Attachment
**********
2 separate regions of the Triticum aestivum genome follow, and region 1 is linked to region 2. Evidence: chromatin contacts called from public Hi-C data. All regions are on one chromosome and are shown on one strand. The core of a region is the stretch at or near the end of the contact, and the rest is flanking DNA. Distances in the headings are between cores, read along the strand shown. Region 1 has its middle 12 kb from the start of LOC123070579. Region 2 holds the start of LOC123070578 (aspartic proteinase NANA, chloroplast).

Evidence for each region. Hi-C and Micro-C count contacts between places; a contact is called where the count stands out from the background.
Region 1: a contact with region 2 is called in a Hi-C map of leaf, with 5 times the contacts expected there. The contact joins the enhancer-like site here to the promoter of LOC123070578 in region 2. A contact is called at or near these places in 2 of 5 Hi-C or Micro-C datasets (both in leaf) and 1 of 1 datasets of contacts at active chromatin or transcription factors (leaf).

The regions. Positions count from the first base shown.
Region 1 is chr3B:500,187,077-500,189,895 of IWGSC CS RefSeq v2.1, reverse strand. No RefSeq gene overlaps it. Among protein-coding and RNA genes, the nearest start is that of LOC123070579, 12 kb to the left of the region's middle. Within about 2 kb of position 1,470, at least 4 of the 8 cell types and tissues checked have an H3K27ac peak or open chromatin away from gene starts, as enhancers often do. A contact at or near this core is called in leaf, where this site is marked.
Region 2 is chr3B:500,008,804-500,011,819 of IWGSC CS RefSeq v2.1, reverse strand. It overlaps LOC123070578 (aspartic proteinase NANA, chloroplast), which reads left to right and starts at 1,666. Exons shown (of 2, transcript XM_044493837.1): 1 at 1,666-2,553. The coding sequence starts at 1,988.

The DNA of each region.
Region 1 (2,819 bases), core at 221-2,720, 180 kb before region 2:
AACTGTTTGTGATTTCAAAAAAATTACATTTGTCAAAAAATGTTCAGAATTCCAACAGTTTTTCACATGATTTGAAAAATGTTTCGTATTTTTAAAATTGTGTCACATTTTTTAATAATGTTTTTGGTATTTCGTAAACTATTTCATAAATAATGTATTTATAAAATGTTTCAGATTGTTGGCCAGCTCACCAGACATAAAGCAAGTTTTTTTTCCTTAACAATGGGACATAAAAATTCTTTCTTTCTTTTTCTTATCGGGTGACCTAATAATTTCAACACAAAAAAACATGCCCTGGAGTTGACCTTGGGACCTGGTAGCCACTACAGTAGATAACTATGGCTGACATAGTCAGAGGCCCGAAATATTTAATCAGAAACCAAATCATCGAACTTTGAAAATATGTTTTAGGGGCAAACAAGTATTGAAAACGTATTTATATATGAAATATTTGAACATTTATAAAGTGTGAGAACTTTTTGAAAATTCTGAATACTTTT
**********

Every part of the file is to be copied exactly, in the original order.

2 separate regions of the Triticum aestivum genome follow, and region 1 is linked to region 2. Evidence: chromatin contacts called from public Hi-C data. All regions are on one chromosome and are shown on one strand. The core of a region is the stretch at or near the end of the contact, and the rest is flanking DNA. Distances in the headings are between cores, read along the strand shown. Region 1 has its middle 12 kb from the start of LOC123070579. Region 2 holds the start of LOC123070578 (aspartic proteinase NANA, chloroplast).

Evidence for each region. Hi-C and Micro-C count contacts between places; a contact is called where the count stands out from the background.
Region 1: a contact with region 2 is called in a Hi-C map of leaf, with 5 times the contacts expected there. The contact joins the enhancer-like site here to the promoter of LOC123070578 in region 2. A contact is called at or near these places in 2 of 5 Hi-C or Micro-C datasets (both in leaf) and 1 of 1 datasets of contacts at active chromatin or transcription factors (leaf).

The regions. Positions count from the first base shown.
Region 1 is chr3B:500,187,077-500,189,895 of IWGSC CS RefSeq v2.1, reverse strand. No RefSeq gene overlaps it. Among protein-coding and RNA genes, the nearest start is that of LOC123070579, 12 kb to the left of the region's middle. Within about 2 kb of position 1,470, at least 4 of the 8 cell types and tissues checked have an H3K27ac peak or open chromatin away from gene starts, as enhancers often do. A contact at or near this core is called in leaf, where this site is marked.
Region 2 is chr3B:500,008,804-500,011,819 of IWGSC CS RefSeq v2.1, reverse strand. It overlaps LOC123070578 (aspartic proteinase NANA, chloroplast), which reads left to right and starts at 1,666. Exons shown (of 2, transcript XM_044493837.1): 1 at 1,666-2,553. The coding sequence starts at 1,988.

The DNA of each region.
Region 1 (2,819 bases), core at 221-2,720, 180 kb before region 2:
AACTGTTTGTGATTTCAAAAAAATTACATTTGTCAAAAAATGTTCAGAATTCCAACAGTTTTTCACATGATTTGAAAAATGTTTCGTATTTTTAAAATTGTGTCACATTTTTTAATAATGTTTTTGGTATTTCGTAAACTATTTCATAAATAATGTATTTATAAAATGTTTCAGATTGTTGGCCAGCTCACCAGACATAAAGCAAGTTTTTTTTCCTTAACAATGGGACATAAAAATTCTTTCTTTCTTTTTCTTATCGGGTGACCTAATAATTTCAACACAAAAAAACATGCCCTGGAGTTGACCTTGGGACCTGGTAGCCACTACAGTAGATAACTATGGCTGACATAGTCAGAGGCCCGAAATATTTAATCAGAAACCAAATCATCGAACTTTGAAAATATGTTTTAGGGGCAAACAAGTATTGAAAACGTATTTATATATGAAATATTTGAACATTTATAAAGTGTGAGAACTTTTTGAAAATTCTGAATACTTTT